Nettle Beer recipe

I’m not a beer drinker but do like this one, chilled on a hot day or sitting round a bonfire at night, easy to make and ready in less than 2 weeks. Important to say you will need strong beer bottles or plastic bottles for the second fermentation. If you try this or have suggestions on how to vary I’d love to hear from you.

  • 4400Ingredients for 1kg nettles to give 12 liters of beer. 
  • 1 1/2 kg unrefined sugar,organic if possible.
  • Zest and juice of 2 lemons and 2 oranges, organic.
  • 1 teaspoon of tartaric acid or 2 teaspoons cream of tartar.
  • Piece of Dandelion root, about 100gm or root ginger.
  • 2 teaspoons of brewers yeast.(you can use bread yeast if no brewers yeast available)
  • 6 liters hot water,5 liters of cold water and a kettle full (1liter)

How to,

  1. Harvesting your nettles, Tip weigh you empty collecting container and make a note of the weight, that way you can weight the full container and easily work out weight of nettles gathered. I used a large 20 liter bucket and filled it was approximately 1kg ( if a bit more all the better) Pick just the tips of nettles leaving plenty of food for the many insects which love to feed on nettles.
  2. Put 6 liters of water to boil in a big saucepan or use two if needed. Meanwhile sort through your nettles releasing any hitch-hiking insects back to the great outdoors.
  3. Slice the root, Dandelion or ginger thinly and add to water along with the tartaric acid. Add the nettles and bring to the boil stirring once or twice, allow to boil 15 mins.
  4. Meantime put sugar, zest and juice into the fermenting bucket, boil the kettle and pour contents over sugar, stir to completely dissolve sugar.
  5. Activate the yeast by placing in a cup along with a pinch of sugar, pour on half cup warm water and leave aside.
  6. When the nettles have been boiling 15 mins remove from heat and pour into the fermenting bin, add the 5 liters of cold water and give it all a good stir.
  7. Allow to cool to blood heat and then add the activated yeast.
  8. Cover with a clean cloth and leave in a warm place for 5 days.It’s best to maintain a constant temperature if possible, TIP I place the bucket on a doubled blanket and wrap the whole thing up to keep cosy. 
  9. While you are waiting for first ferment collect and clean your bottles, they can be sterilized in oven just before filling, (140 degrees cent for 20 mins) You can also use water bottles but they don’t look good and can be either too big or too small.Please do remember you need strong bottles, the swingtop kind used for many craft beers are ideal.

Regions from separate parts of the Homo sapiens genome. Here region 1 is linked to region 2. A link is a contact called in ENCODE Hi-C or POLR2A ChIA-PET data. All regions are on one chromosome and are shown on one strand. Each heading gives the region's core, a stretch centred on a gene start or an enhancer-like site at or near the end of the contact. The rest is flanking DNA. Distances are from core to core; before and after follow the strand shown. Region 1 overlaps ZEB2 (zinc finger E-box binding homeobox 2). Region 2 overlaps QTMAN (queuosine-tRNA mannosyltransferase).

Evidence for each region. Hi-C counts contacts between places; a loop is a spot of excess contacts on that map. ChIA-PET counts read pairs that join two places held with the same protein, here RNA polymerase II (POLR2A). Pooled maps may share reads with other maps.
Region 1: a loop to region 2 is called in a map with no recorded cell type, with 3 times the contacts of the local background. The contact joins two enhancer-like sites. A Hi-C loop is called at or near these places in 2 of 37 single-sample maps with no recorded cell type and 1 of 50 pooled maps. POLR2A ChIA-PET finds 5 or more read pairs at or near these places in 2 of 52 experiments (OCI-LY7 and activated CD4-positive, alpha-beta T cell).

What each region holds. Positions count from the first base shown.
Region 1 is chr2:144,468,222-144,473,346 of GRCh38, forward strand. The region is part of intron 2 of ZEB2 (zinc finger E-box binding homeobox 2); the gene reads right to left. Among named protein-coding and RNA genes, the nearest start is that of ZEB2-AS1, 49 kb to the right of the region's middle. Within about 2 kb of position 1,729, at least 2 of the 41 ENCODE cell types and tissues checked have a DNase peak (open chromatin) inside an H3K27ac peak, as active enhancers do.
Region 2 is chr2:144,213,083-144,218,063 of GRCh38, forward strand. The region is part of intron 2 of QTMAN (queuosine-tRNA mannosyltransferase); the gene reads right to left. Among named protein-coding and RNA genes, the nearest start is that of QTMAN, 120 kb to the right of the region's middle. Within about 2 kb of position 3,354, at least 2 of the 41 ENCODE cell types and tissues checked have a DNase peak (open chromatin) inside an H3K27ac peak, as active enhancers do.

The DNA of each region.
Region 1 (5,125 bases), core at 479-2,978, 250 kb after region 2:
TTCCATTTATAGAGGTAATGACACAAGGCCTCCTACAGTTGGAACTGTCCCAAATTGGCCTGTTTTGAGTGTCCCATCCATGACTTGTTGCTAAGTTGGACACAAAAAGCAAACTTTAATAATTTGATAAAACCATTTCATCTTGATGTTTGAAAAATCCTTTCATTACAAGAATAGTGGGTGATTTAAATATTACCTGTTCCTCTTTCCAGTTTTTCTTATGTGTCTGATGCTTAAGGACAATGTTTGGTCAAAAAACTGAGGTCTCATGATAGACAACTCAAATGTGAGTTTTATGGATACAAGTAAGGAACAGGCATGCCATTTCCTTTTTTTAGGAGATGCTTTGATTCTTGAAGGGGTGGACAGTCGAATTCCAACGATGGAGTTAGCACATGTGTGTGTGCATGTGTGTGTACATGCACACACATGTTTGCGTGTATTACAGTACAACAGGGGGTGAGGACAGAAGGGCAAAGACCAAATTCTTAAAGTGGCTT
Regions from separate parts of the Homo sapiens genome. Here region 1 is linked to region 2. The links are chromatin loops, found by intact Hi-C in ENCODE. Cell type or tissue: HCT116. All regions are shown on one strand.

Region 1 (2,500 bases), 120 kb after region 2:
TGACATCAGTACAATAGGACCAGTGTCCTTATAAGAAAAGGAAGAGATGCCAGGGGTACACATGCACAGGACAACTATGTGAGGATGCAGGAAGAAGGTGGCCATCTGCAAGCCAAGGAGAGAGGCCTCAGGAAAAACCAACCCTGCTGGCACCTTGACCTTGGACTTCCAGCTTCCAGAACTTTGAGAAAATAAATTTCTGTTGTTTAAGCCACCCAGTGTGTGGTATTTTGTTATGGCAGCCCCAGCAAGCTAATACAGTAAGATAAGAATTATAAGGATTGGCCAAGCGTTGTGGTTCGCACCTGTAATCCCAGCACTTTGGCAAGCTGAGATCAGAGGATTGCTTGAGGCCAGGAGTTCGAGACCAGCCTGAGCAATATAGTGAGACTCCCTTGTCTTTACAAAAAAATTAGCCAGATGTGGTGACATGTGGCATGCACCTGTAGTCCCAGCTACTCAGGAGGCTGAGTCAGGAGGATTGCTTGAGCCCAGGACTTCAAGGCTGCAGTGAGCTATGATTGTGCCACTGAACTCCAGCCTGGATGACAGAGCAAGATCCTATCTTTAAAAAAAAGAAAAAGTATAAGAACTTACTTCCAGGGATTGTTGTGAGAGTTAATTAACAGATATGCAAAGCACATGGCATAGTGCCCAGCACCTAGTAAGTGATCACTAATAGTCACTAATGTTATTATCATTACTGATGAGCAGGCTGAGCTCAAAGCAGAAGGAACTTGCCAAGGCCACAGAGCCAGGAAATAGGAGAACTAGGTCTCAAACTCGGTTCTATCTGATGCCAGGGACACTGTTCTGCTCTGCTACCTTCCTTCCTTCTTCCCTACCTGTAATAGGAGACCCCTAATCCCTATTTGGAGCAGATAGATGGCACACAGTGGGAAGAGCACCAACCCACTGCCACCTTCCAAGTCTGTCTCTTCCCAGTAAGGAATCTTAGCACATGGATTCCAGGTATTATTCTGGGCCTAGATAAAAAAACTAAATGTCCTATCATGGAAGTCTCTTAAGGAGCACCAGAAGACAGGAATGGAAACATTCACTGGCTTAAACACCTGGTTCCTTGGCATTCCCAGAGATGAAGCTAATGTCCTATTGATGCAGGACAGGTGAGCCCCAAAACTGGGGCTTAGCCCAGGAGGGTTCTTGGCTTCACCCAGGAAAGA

10. Tip, if using clip top beer bottles, I sterilize the bottles in oven and tops including rubber seal in solution, before removing clips from bottle take a photo of them so it quick and easy to replace them correctly later.
  11. Day 5, strain beer through muslin and bottle, leave one week and it’s ready to enjoy.
  12. Share with friends.
  13. Repeat, adapt to your taste, more Dandelion? more nettle? herbs?

Elderflower Delight

Elderflowers are at their best for picking just when they open before they begin to drop their pollen.The stalks should always be removed. I first started making delight last year and was amazed by its popularity even with people who dislike turkish delight.I started with John Wright`s recipe from the River cottage handbook no.7, “Hedgerow” but soon began tweaking anf modifiying to suit my own taste, this is the result and I hope you like it.

  • 40 large elderflower heads, stalks removed,
  • 600mls water,
  • 1,400grms unrefined sugar,
  • 8 limes, jest and juice,
  • 200grms cornflower,
  • 40grms gelatine, leaf or powdered,
  • 1 teaspoon salt,

Line a shallow tray with baking parchment.put the flower heads and water into heavy sausepan and heat, leave to infuse overnight or for at least a few hours. Strain and return liquid to the pan.Add the sugar and lime juice and zest. Continue heating and stirring to dissolve sugar. Meanwhile soak the gelatine according to pack instructions. Make a smooth paste with the cornflower and some cold water. Stir the cornflower mixture into pan and mix well,add the gelatine and stir quickly to mix well and dissolve throughout mix.

Now (this is the tough bit) bring the mix to the boil stirring all the time, its a good idea to wrap the mixing hand in a tea towel to protect from heat and splashes of very hot mix.As the mix comes to the boil it will thicken and can “spit” a lot, keep stirring to prevent burning, boil for 10 minutes and then pour into prepared tray. Allow to cool and when cool cut into cubes.Place the cubes on a flat tray lined with parchment and allow to dry in a hot press or other warm dry spot for 2 or 3 days. Toss the cubes in a half and half mix of cornflower and Icing sugar. Delight can be stored in tin boxes if you can manage to resist eating it all straight away.

I would like to experiment a little further and try using Carrigeen moss to set the delight thus producing a vegan friendly version.

Hay fever tea?

Time for more recipies, so many things going on, lots of growth which is great but high pollen means hay fever for many people. If you are one of the unfortunate afflicted you could try a herbal tea made of Nettle, Elderflower, Ribwort Plantain and Camomile. I do not have a recipe for this and happily don’t suffer but here is a suggestion, I would be grateful for any other ideas and especially feedback on this. Buy herbal camomile tea and brew up with a handfull of Ribwort Plantain leaves, a glove-full of Nettle tops and 3 Elderflower heads (stalks removed). Allow to infuse for 5 minutes before straining, sweeten with honey or unrefined sugar if liked.

 

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